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Sainsbury’s share price dips after H1 results

Sainsbury's share price: A Sainsbury's shopper pushes a trolley

Sainsbury’s share price has started off a little lower this morning, despite the supermarket giant revealing a solid set of first-half figures.

Total retail sales, excluding fuel, increased by 7.1%. On a like-for-like (LFL) basis, sales increased by 6.9%. Digital sales surged by 117%, and that accounted for nearly 40% of group sales.

Sainsbury's share price dips after loss

The first half pre-tax loss was £137m, but it's worth remembering that the group incurred costs of £438m because of the closures associated with Argos. Underlying pre-tax profit – which strips out exceptional items, was £301m. The supermarket spent £290m on costs relating to the pandemic, but that was largely offset by the £230m business rates relief.

Sainsbury’s revealed a special dividend of 7.3p in lieu of the last year’s final dividend, and an interim dividend of 3.2p was also announced. The cash payouts should boost the stock's popularity with income-seeking investors, and could boost Sainsbury's share price, as it suggests the company has turned a corner in terms of the health crisis.

The company is keen to lower grocery prices and ramp up the number of new products its offers. In addition to that, it will continue to integrate Argos into its model. By March 2020, it aims to have 240 Argos outlets and 150-200 Argos collection points in Sainsbury's stores. That should help the process of transforming it into a general retailer.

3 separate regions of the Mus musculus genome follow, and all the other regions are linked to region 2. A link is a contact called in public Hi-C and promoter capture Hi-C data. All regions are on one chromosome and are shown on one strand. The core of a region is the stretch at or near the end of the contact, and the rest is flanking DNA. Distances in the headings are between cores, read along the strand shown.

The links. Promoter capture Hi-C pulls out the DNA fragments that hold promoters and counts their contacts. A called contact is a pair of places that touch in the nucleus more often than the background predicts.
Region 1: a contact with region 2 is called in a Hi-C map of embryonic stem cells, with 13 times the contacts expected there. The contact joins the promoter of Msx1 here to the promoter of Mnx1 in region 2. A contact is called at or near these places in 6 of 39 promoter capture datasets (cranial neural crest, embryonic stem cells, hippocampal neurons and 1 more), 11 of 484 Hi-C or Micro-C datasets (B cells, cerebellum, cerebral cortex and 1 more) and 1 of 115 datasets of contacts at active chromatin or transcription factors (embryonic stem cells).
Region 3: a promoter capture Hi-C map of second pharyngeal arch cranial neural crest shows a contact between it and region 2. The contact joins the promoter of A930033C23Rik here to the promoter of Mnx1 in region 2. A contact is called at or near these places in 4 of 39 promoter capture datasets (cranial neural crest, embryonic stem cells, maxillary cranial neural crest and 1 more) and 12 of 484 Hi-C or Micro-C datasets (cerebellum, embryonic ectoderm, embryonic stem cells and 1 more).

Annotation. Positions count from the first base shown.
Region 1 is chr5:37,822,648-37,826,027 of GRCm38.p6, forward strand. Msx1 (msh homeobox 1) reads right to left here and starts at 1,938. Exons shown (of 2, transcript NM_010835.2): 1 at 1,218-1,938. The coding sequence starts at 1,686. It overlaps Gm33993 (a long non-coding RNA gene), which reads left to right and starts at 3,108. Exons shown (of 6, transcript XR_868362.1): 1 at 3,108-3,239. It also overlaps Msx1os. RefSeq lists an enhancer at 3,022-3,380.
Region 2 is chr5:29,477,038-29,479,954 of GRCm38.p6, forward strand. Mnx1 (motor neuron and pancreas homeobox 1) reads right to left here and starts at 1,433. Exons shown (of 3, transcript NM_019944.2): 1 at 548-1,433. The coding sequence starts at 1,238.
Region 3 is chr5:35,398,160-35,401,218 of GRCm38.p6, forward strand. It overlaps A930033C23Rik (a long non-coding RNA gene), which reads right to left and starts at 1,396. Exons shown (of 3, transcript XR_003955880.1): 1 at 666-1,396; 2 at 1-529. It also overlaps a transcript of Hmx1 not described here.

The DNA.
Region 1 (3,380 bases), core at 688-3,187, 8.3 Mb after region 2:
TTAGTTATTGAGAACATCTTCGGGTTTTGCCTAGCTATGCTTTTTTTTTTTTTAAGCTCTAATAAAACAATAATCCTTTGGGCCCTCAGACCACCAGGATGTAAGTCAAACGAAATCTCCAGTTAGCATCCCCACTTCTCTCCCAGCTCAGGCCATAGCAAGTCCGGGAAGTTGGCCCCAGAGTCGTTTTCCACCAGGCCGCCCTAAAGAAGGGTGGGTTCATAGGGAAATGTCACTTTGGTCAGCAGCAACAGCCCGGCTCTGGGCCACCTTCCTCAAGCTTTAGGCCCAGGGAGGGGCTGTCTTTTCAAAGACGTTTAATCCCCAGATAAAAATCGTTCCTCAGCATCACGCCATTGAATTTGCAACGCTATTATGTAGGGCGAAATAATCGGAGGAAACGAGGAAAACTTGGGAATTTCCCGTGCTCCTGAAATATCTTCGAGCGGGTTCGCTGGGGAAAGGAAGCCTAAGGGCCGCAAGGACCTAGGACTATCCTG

Pandemic hits Sainsbury's share price              

Sainsbury’s share price hit a three-month high in July, on the back of the first-quarter numbers. Grocery sales increased by 10.5% and clothing rose by 26.7%. Total retail sales excluding fuel jumped by 8.5%, and on a LFL basis it increased by 8.2%. The company was one of the benefactors of the health crisis, as demand for food and household goods surged.

The pandemic has been a doubled-edged sword for the likes of Sainsbury’s, as demand has increased. At the same time, the cost of doing business rose as health and safety measures had to be stepped up. In April, Sainsbury’s said that Covid-19-related costs will dent profit by up to £500m, but it has since lifted that forecast.

Grocery demand set to rise again

The government's ‘Eat out to Help Out’ scheme ended in August, and in turn that prompted a jump in demand for groceries, according to the research group Nielsen. The independent company said that UK grocery sales grew 8.3% in the four weeks until 3 October. It's understood that Sainsbury’s sales rose by 5.1% in that time period, while Morrisons was the outperformer of the ‘big four’ as its sales increased by 8.7%. Kantar Research said there was "limited evidence" of stockpiling at grocery stores.             

The Sainsbury’s share price was hugely volatile in March on the back of the pandemic, but in the past few months it has been largely range-bound between 180p and 210p. In the past two months, the stock has been pushing higher and a break above 210p could put the 230p area on the radar. A move lower from here might find support at the 50-day moving average, at 195p.

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